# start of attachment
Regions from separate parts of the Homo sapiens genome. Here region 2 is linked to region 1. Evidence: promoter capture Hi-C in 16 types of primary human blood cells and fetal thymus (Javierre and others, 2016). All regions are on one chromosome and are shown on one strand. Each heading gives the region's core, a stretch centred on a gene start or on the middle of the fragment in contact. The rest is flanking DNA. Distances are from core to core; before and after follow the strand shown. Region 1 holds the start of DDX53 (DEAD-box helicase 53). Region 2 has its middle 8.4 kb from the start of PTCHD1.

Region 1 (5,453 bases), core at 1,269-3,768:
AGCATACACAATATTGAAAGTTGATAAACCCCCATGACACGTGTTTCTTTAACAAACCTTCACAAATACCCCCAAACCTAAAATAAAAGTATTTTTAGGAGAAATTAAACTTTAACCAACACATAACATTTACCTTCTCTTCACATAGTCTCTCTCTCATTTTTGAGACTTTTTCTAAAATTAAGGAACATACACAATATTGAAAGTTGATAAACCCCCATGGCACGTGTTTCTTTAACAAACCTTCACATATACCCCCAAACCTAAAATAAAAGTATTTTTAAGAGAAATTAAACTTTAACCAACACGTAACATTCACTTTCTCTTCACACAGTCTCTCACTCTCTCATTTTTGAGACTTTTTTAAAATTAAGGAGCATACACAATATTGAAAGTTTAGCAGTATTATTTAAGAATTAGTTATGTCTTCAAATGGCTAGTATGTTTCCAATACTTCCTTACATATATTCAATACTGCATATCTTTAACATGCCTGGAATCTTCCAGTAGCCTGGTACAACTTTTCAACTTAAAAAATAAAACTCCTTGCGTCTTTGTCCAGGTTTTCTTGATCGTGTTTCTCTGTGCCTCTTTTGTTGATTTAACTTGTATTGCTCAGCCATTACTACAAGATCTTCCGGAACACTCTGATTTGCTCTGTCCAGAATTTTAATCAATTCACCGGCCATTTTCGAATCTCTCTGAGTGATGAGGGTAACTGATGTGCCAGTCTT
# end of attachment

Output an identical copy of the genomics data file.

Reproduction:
Regions from separate parts of the Homo sapiens genome. Here region 2 is linked to region 1. Evidence: promoter capture Hi-C in 16 types of primary human blood cells and fetal thymus (Javierre and others, 2016). All regions are on one chromosome and are shown on one strand. Each heading gives the region's core, a stretch centred on a gene start or on the middle of the fragment in contact. The rest is flanking DNA. Distances are from core to core; before and after follow the strand shown. Region 1 holds the start of DDX53 (DEAD-box helicase 53). Region 2 has its middle 8.4 kb from the start of PTCHD1.

Region 1 (5,453 bases), core at 1,269-3,768:
AGCATACACAATATTGAAAGTTGATAAACCCCCATGACACGTGTTTCTTTAACAAACCTTCACAAATACCCCCAAACCTAAAATAAAAGTATTTTTAGGAGAAATTAAACTTTAACCAACACATAACATTTACCTTCTCTTCACATAGTCTCTCTCTCATTTTTGAGACTTTTTCTAAAATTAAGGAACATACACAATATTGAAAGTTGATAAACCCCCATGGCACGTGTTTCTTTAACAAACCTTCACATATACCCCCAAACCTAAAATAAAAGTATTTTTAAGAGAAATTAAACTTTAACCAACACGTAACATTCACTTTCTCTTCACACAGTCTCTCACTCTCTCATTTTTGAGACTTTTTTAAAATTAAGGAGCATACACAATATTGAAAGTTTAGCAGTATTATTTAAGAATTAGTTATGTCTTCAAATGGCTAGTATGTTTCCAATACTTCCTTACATATATTCAATACTGCATATCTTTAACATGCCTGGAATCTTCCAGTAGCCTGGTACAACTTTTCAACTTAAAAAATAAAACTCCTTGCGTCTTTGTCCAGGTTTTCTTGATCGTGTTTCTCTGTGCCTCTTTTGTTGATTTAACTTGTATTGCTCAGCCATTACTACAAGATCTTCCGGAACACTCTGATTTGCTCTGTCCAGAATTTTAATCAATTCACCGGCCATTTTCGAATCTCTCTGAGTGATGAGGGTAACTGATGTGCCAGTCTT